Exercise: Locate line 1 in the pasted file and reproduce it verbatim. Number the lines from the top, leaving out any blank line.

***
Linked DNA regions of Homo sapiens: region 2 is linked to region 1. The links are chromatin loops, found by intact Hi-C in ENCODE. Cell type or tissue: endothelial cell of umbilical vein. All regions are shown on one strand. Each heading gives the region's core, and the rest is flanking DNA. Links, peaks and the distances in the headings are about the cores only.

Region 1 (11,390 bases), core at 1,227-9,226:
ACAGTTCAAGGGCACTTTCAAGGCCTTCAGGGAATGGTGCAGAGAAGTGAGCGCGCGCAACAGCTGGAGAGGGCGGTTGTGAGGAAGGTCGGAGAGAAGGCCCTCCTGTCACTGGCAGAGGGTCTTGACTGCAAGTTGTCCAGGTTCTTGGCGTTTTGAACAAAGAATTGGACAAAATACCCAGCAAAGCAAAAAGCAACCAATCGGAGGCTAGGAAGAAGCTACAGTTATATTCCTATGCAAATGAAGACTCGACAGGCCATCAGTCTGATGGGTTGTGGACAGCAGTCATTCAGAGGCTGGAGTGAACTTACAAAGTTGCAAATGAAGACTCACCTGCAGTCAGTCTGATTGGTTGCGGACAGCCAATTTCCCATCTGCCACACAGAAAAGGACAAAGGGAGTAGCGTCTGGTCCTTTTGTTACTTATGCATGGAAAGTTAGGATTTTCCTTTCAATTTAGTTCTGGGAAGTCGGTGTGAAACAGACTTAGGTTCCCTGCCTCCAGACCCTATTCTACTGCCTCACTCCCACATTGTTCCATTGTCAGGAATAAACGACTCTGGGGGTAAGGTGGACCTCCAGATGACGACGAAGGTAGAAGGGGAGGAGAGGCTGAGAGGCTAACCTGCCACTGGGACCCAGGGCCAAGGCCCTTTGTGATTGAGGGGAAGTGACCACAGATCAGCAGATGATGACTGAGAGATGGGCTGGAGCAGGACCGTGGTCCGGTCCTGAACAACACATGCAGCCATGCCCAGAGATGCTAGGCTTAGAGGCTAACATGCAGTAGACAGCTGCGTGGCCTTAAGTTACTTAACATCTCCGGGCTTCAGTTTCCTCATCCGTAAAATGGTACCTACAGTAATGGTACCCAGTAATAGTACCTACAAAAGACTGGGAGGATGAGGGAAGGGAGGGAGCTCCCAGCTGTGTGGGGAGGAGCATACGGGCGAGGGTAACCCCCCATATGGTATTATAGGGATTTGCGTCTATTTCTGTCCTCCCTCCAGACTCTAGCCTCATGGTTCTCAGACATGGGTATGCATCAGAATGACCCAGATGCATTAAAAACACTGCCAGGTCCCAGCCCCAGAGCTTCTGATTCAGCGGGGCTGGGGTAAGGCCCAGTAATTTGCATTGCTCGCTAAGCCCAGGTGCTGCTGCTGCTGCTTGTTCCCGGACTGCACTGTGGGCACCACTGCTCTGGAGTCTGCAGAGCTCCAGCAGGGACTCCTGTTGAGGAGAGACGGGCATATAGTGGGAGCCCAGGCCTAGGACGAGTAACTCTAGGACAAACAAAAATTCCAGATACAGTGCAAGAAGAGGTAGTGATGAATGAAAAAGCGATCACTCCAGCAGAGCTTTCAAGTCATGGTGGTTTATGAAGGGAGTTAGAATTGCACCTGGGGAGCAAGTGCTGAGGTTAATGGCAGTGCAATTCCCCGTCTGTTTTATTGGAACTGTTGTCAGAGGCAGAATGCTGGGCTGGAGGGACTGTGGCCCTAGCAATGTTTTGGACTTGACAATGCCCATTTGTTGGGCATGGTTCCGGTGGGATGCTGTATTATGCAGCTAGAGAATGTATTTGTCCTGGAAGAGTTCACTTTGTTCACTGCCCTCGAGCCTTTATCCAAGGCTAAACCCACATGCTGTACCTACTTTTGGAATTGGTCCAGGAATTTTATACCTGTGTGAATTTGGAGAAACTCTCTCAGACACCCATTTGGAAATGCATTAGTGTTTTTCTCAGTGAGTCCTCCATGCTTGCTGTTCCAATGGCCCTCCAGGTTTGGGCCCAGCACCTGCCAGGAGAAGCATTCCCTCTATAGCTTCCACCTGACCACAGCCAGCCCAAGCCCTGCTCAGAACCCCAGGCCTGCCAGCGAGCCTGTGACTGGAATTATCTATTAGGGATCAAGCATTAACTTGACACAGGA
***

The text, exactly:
Linked DNA regions of Homo sapiens: region 2 is linked to region 1. The links are chromatin loops, found by intact Hi-C in ENCODE. Cell type or tissue: endothelial cell of umbilical vein. All regions are shown on one strand. Each heading gives the region's core, and the rest is flanking DNA. Links, peaks and the distances in the headings are about the cores only.